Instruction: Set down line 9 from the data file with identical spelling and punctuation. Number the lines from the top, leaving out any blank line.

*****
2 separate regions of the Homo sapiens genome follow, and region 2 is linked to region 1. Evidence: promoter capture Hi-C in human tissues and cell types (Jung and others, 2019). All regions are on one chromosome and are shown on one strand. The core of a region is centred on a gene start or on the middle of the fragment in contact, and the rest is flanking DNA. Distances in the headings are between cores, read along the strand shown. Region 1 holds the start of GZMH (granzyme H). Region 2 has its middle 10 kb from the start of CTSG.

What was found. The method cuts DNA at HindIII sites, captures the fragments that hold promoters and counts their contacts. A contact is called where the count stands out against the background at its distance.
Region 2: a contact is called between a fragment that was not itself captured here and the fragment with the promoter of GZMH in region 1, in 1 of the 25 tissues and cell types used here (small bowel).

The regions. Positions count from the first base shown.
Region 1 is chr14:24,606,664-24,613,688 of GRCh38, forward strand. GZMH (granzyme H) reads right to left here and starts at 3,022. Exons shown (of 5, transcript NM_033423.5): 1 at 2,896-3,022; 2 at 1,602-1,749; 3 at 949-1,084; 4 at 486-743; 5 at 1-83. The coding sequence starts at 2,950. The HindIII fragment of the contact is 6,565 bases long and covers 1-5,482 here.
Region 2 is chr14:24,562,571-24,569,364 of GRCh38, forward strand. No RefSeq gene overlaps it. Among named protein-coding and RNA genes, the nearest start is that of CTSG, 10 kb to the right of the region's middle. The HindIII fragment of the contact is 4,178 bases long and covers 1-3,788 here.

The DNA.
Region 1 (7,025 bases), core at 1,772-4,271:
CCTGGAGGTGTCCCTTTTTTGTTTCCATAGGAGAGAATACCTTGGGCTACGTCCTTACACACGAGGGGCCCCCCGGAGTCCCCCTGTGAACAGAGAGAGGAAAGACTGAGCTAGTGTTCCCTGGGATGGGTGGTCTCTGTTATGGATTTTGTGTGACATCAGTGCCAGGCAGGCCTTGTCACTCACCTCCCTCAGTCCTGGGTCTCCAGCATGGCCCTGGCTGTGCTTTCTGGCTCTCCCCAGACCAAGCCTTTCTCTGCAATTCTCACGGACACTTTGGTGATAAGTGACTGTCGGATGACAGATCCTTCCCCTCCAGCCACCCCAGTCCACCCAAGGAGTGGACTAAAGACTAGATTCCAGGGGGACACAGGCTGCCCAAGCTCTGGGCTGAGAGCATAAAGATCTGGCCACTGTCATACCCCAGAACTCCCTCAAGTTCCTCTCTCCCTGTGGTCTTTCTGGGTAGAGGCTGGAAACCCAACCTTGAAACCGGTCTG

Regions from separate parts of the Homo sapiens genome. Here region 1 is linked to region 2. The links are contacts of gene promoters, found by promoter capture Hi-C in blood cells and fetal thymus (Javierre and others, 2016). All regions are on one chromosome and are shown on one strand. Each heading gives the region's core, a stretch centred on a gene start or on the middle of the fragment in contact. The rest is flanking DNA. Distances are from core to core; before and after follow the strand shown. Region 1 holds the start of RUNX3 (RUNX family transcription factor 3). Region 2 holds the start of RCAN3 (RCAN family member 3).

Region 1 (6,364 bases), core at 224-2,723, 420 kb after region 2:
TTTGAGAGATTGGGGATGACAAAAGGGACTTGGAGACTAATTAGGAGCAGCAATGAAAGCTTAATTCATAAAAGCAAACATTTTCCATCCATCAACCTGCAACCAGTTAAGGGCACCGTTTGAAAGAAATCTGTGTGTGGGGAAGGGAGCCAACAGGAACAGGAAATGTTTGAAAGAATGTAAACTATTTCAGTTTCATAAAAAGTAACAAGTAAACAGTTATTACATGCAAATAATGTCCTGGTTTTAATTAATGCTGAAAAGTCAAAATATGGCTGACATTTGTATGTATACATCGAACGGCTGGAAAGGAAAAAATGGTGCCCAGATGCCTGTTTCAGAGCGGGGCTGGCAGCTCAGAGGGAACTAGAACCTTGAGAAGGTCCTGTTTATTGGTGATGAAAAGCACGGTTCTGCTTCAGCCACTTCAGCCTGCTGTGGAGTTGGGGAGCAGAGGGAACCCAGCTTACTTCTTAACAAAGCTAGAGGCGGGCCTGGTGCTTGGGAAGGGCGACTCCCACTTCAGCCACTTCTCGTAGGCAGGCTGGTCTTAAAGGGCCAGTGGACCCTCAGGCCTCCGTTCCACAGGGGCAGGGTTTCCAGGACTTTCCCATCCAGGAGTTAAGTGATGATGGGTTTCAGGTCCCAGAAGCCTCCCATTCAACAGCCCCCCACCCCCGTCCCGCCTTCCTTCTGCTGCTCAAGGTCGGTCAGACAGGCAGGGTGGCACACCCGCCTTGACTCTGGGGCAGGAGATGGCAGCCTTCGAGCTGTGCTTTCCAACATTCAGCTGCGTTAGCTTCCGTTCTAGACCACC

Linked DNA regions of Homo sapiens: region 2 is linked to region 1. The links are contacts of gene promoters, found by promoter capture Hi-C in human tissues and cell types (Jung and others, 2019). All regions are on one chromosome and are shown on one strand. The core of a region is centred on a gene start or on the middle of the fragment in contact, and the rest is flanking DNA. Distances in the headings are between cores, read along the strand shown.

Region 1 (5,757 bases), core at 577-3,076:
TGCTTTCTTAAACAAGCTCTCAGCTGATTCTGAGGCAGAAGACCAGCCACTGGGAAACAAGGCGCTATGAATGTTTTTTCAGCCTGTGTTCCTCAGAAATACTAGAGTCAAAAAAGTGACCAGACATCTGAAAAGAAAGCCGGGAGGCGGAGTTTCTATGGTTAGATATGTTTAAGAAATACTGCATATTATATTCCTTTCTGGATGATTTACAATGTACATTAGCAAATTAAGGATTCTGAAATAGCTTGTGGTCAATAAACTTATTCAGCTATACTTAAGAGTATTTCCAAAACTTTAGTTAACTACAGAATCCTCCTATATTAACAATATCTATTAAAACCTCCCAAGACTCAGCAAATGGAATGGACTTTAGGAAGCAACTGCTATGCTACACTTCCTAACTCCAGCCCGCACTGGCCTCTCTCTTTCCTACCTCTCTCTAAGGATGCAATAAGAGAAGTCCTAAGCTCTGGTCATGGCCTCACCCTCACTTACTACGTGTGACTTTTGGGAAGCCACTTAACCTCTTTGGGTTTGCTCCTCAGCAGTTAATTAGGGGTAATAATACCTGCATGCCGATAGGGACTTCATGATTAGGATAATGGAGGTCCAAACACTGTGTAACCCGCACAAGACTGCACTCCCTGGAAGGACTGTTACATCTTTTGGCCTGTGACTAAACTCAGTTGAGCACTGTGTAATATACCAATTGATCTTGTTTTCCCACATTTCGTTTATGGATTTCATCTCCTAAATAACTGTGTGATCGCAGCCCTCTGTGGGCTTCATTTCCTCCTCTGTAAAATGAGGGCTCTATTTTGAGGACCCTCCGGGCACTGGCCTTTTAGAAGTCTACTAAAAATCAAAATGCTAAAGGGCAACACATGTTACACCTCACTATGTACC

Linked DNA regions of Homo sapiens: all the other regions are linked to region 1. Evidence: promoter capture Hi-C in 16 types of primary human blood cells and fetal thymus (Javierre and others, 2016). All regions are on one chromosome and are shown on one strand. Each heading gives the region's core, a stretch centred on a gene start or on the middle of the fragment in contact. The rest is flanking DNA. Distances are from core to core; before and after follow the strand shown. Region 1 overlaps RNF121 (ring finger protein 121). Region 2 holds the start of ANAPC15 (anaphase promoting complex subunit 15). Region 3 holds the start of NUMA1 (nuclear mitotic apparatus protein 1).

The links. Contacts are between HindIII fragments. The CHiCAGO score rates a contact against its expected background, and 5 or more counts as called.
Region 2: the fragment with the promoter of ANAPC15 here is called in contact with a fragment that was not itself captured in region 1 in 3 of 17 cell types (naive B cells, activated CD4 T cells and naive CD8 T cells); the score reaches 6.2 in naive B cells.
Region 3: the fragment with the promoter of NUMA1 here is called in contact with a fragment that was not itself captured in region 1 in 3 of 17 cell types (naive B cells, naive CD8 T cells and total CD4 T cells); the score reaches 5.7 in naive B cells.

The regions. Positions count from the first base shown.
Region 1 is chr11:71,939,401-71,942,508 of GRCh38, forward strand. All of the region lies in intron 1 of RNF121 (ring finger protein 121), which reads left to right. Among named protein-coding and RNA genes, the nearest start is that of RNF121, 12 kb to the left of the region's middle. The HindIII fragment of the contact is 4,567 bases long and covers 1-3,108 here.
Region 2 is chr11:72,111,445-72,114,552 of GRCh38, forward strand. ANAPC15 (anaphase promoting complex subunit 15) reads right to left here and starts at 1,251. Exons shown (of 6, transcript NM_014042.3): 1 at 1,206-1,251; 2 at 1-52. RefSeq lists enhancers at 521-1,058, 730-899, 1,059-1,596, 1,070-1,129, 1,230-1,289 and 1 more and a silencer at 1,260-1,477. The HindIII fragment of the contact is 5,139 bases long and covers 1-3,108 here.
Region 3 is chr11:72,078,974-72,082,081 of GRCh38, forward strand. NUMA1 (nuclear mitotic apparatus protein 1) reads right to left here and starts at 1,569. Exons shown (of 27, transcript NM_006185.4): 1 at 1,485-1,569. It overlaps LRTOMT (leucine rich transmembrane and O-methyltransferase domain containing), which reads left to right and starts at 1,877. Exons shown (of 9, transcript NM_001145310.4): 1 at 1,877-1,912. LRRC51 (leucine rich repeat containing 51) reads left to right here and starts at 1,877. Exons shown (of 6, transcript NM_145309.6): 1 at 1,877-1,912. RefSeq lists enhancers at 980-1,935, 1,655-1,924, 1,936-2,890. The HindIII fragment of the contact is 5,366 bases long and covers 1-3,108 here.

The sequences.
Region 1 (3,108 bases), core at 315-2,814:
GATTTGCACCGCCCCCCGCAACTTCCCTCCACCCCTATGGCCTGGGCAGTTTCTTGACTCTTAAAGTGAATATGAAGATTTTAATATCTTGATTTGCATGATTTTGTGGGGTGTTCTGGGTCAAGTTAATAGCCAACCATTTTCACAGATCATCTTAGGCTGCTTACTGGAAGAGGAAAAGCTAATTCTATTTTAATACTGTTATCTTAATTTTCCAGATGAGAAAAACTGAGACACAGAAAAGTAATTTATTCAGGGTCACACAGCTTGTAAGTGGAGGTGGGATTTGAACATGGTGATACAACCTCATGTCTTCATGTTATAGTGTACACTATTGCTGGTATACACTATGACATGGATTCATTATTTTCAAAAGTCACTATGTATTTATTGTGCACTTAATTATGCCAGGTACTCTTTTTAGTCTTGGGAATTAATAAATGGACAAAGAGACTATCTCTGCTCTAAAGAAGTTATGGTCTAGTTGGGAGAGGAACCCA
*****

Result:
CCTGGAGGTGTCCCTTTTTTGTTTCCATAGGAGAGAATACCTTGGGCTACGTCCTTACACACGAGGGGCCCCCCGGAGTCCCCCTGTGAACAGAGAGAGGAAAGACTGAGCTAGTGTTCCCTGGGATGGGTGGTCTCTGTTATGGATTTTGTGTGACATCAGTGCCAGGCAGGCCTTGTCACTCACCTCCCTCAGTCCTGGGTCTCCAGCATGGCCCTGGCTGTGCTTTCTGGCTCTCCCCAGACCAAGCCTTTCTCTGCAATTCTCACGGACACTTTGGTGATAAGTGACTGTCGGATGACAGATCCTTCCCCTCCAGCCACCCCAGTCCACCCAAGGAGTGGACTAAAGACTAGATTCCAGGGGGACACAGGCTGCCCAAGCTCTGGGCTGAGAGCATAAAGATCTGGCCACTGTCATACCCCAGAACTCCCTCAAGTTCCTCTCTCCCTGTGGTCTTTCTGGGTAGAGGCTGGAAACCCAACCTTGAAACCGGTCTG